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IPL6 "The Squabble" is the best sequel yet. It's the story of a rivalry between two wealthy, successful, famous young men who, for reasons that are not entirely clear, are perpetually poised on the precipice of petulance.
The previously dormant Mount Tantrum began to rumble ominously last month when the Really Cross Belligerents took on Kolkata Kindergarten Rumpus.
Virat Kohli, considered by some to be the reincarnation of the god of hissy fits, played a shot that was so ugly that in many jurisdictions it is a criminal offence to broadcast it. Caught on the boundary, he stomped into the outfield looking for an argument, and bumped into the Prince of Pout, one Gautam Gambhir.
In their brief debate, they were in broad agreement on the merits of the terrible shot but differed significantly over the implications of the terrible shot, with Gautam proposing that it proved Virat was indeed a big stinky pants, and Virat countering that on the contrary, it merely confirmed that Gautam had badger breath and a massive nose.
A few games later and Virat's Righteous Indignation tour found him on the end of a booing in Mumbai, where the crowd called him "cheater" after a dubious run-out. I don't know if Virat watches English football, but in this country, if an England player emerged from an away game having being called nothing worse than a "cheater" that would count as a friendly reception.
But Virat did not like it one bit and at the post-match post-mortem, he exhibited the hallmark self-awareness of the modern sportsman:
"I don't know why they get so worked up…"
Quite. The extra points he earned from this irony bypass enabled Virat to open up a clear lead at the top of the Silly Boys Table, and with games running out, Gautam knew he needed to close that gap. But he was up against Rajasthan on Friday, and the Royals don't usually give you much to work with, tantrum-wise. Enter Shane Watson.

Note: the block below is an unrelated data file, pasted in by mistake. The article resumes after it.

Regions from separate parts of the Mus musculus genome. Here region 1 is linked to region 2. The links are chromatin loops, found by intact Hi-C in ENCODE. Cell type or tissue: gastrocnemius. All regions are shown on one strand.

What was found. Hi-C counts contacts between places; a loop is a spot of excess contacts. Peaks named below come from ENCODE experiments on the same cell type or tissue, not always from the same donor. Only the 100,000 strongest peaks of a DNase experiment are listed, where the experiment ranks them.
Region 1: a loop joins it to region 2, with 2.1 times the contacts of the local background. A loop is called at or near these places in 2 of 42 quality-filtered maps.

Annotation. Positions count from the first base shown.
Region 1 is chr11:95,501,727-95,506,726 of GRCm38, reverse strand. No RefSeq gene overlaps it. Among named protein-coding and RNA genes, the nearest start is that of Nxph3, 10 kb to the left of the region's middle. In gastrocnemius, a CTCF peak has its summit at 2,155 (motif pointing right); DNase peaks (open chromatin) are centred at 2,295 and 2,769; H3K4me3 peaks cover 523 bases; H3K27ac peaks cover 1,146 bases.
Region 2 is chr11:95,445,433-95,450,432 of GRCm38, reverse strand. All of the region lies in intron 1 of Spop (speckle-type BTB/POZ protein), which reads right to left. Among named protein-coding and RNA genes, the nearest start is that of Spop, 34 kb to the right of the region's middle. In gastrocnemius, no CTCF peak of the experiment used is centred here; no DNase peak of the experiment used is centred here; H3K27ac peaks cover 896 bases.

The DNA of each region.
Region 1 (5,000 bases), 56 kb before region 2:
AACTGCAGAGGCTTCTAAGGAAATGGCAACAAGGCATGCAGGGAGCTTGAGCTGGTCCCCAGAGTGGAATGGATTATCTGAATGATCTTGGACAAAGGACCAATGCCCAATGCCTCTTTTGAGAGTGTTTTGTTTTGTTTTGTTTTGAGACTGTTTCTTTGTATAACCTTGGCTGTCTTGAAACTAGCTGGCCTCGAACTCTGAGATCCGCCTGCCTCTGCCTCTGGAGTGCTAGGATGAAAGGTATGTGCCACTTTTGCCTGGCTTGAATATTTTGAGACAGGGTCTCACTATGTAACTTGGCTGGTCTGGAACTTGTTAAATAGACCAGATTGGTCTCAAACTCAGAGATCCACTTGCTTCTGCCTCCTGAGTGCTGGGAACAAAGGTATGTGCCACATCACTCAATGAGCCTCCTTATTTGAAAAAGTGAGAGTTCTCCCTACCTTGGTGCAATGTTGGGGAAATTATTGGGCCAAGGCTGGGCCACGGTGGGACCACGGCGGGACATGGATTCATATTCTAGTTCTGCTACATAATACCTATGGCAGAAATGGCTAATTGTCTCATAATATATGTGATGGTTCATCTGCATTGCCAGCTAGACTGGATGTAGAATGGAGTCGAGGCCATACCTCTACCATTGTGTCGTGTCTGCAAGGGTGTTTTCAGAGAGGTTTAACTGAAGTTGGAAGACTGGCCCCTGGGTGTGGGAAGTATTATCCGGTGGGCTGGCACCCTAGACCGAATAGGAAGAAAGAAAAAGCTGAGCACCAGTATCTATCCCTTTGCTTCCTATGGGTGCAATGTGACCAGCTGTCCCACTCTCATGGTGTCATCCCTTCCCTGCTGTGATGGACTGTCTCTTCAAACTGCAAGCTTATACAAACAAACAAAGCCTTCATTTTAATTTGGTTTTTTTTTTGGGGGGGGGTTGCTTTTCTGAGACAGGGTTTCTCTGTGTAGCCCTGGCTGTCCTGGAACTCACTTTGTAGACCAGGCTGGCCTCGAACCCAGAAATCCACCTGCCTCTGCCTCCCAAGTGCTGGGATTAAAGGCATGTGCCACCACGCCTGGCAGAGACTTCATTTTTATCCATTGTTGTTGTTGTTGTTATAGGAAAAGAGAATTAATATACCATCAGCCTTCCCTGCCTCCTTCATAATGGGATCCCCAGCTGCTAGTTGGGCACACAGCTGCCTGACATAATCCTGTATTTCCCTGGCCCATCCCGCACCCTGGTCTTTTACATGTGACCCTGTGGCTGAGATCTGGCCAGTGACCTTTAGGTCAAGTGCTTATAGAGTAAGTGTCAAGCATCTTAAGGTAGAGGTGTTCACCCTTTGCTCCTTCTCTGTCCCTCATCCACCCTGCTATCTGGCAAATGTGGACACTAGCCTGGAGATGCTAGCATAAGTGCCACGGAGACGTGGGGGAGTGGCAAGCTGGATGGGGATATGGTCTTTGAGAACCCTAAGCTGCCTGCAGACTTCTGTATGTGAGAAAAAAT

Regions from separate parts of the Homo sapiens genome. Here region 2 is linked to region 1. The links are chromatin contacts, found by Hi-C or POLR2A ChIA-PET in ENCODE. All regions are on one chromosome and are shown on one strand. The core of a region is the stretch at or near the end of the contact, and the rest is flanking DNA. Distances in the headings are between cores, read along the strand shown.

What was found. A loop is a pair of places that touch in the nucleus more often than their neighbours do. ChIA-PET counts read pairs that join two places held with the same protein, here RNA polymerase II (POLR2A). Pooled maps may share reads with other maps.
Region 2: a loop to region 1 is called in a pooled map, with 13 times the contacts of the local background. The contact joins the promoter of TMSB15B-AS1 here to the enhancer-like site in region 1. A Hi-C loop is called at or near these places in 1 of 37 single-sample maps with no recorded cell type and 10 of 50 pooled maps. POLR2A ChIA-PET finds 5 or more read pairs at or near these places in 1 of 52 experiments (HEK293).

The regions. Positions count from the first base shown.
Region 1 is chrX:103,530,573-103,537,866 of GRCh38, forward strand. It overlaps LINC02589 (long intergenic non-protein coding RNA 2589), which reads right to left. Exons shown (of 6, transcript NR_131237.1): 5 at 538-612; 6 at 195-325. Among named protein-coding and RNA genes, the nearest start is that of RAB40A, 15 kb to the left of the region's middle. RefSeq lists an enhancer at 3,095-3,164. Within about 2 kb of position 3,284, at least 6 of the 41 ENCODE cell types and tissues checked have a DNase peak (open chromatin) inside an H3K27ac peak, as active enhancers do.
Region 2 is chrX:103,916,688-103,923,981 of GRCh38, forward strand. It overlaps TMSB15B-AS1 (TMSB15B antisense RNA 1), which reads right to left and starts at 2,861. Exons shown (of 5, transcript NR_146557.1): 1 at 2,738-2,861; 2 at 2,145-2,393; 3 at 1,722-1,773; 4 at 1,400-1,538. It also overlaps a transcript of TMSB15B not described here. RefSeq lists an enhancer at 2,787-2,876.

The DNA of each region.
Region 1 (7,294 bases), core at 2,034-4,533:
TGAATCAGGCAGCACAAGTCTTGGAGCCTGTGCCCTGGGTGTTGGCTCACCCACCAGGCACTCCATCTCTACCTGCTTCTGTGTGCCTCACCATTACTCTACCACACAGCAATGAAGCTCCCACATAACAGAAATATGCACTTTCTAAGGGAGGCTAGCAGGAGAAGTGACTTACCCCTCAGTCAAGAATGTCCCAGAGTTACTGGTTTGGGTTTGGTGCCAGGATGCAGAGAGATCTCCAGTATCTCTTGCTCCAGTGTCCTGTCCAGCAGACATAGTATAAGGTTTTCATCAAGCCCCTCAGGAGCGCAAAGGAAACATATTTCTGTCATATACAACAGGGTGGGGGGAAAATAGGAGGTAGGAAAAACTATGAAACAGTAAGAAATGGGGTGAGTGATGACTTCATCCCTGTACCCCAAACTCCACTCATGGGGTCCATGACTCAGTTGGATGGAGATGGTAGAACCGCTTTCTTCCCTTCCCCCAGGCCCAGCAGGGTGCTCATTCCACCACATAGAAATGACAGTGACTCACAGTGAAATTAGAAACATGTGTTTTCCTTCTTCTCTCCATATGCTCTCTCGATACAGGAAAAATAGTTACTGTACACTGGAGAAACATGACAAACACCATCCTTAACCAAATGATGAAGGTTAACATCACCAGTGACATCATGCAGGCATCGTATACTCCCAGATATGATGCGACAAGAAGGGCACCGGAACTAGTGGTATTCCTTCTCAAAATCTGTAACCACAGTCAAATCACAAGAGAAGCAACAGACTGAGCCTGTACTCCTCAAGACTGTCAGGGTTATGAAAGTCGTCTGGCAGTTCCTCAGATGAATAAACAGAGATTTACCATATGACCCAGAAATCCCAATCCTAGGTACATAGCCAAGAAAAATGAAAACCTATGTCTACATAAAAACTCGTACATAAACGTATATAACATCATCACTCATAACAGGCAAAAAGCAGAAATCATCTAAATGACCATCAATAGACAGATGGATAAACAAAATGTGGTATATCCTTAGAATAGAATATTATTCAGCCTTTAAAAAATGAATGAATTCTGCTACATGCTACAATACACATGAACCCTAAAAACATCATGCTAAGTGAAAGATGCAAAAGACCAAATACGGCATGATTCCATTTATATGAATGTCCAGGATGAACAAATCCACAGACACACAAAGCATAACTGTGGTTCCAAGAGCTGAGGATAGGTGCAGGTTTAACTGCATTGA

Big Watto had just been hit for two boundaries by Manvinder Bisla. This made him good and mad, so he pretended that he was going to throw the ball at the batsman, and to complete the effect, he gave him one of his special looks. For those of you who haven't seen one of Big Watto's special looks, try to imagine a confused Brontosaurus.
By this time, Bisla was cross, Big Watto was cross, and it was all getting a little bit school playground. Time for the captains to intervene and calm it down. Or not. Rahul did his part, but then Gautam brought to the situation the soothing presence of a swarm of vengeful bees whose hive has just been demolished. He accused Rahul of being a former Indian player; to which Rahul replied that at least he had left voluntarily.
Yet despite Gautam's best efforts, Virat still leads in the race for the Mr Angry Pants 2013 Trophy. Next Sunday is the rematch, the Relatively Rude Rumble in Ranchi, so pencil that one in your diaries. But could there yet be a twist? Is there still time for a new contender in the Squabbling Stakes? Over to you Bhajji. Show them how it's done.
Andrew Hughes is a writer currently based in England. He tweets hereFeeds: Andrew Hughes
© ESPN Sports Media Ltd.
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Andrew Hughes is a writer and avid cricket watcher who has always retained a healthy suspicion of professional sportsmen, and like any right-thinking person rates Neville Cardus more highly than Don Bradman. His latest book is available here and here @hughandrews73